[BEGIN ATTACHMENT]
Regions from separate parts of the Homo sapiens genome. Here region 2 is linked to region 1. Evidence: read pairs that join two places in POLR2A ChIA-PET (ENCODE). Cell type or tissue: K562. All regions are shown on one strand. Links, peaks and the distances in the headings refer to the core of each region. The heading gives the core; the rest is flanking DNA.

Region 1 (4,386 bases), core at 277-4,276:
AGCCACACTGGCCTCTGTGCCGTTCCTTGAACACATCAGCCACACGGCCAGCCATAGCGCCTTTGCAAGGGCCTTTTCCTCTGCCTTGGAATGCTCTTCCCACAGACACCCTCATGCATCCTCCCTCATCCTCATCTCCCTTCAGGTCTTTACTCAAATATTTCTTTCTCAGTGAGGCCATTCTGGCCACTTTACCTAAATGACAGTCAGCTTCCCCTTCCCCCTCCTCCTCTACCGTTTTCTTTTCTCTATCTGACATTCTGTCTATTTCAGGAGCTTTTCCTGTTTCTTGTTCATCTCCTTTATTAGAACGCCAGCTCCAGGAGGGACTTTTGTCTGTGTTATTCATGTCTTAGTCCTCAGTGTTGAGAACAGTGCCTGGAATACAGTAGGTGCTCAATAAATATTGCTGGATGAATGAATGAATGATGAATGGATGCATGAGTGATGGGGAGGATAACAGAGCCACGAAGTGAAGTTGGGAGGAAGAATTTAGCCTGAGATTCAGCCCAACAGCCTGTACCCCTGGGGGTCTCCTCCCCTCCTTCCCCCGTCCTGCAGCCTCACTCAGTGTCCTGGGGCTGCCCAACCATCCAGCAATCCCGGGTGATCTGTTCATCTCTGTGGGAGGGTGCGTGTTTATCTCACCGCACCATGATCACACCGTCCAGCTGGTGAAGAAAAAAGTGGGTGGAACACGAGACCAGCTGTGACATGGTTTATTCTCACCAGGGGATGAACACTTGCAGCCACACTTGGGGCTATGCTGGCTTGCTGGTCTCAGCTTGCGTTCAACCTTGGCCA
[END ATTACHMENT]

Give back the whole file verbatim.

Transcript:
Regions from separate parts of the Homo sapiens genome. Here region 2 is linked to region 1. Evidence: read pairs that join two places in POLR2A ChIA-PET (ENCODE). Cell type or tissue: K562. All regions are shown on one strand. Links, peaks and the distances in the headings refer to the core of each region. The heading gives the core; the rest is flanking DNA.

Region 1 (4,386 bases), core at 277-4,276:
AGCCACACTGGCCTCTGTGCCGTTCCTTGAACACATCAGCCACACGGCCAGCCATAGCGCCTTTGCAAGGGCCTTTTCCTCTGCCTTGGAATGCTCTTCCCACAGACACCCTCATGCATCCTCCCTCATCCTCATCTCCCTTCAGGTCTTTACTCAAATATTTCTTTCTCAGTGAGGCCATTCTGGCCACTTTACCTAAATGACAGTCAGCTTCCCCTTCCCCCTCCTCCTCTACCGTTTTCTTTTCTCTATCTGACATTCTGTCTATTTCAGGAGCTTTTCCTGTTTCTTGTTCATCTCCTTTATTAGAACGCCAGCTCCAGGAGGGACTTTTGTCTGTGTTATTCATGTCTTAGTCCTCAGTGTTGAGAACAGTGCCTGGAATACAGTAGGTGCTCAATAAATATTGCTGGATGAATGAATGAATGATGAATGGATGCATGAGTGATGGGGAGGATAACAGAGCCACGAAGTGAAGTTGGGAGGAAGAATTTAGCCTGAGATTCAGCCCAACAGCCTGTACCCCTGGGGGTCTCCTCCCCTCCTTCCCCCGTCCTGCAGCCTCACTCAGTGTCCTGGGGCTGCCCAACCATCCAGCAATCCCGGGTGATCTGTTCATCTCTGTGGGAGGGTGCGTGTTTATCTCACCGCACCATGATCACACCGTCCAGCTGGTGAAGAAAAAAGTGGGTGGAACACGAGACCAGCTGTGACATGGTTTATTCTCACCAGGGGATGAACACTTGCAGCCACACTTGGGGCTATGCTGGCTTGCTGGTCTCAGCTTGCGTTCAACCTTGGCCA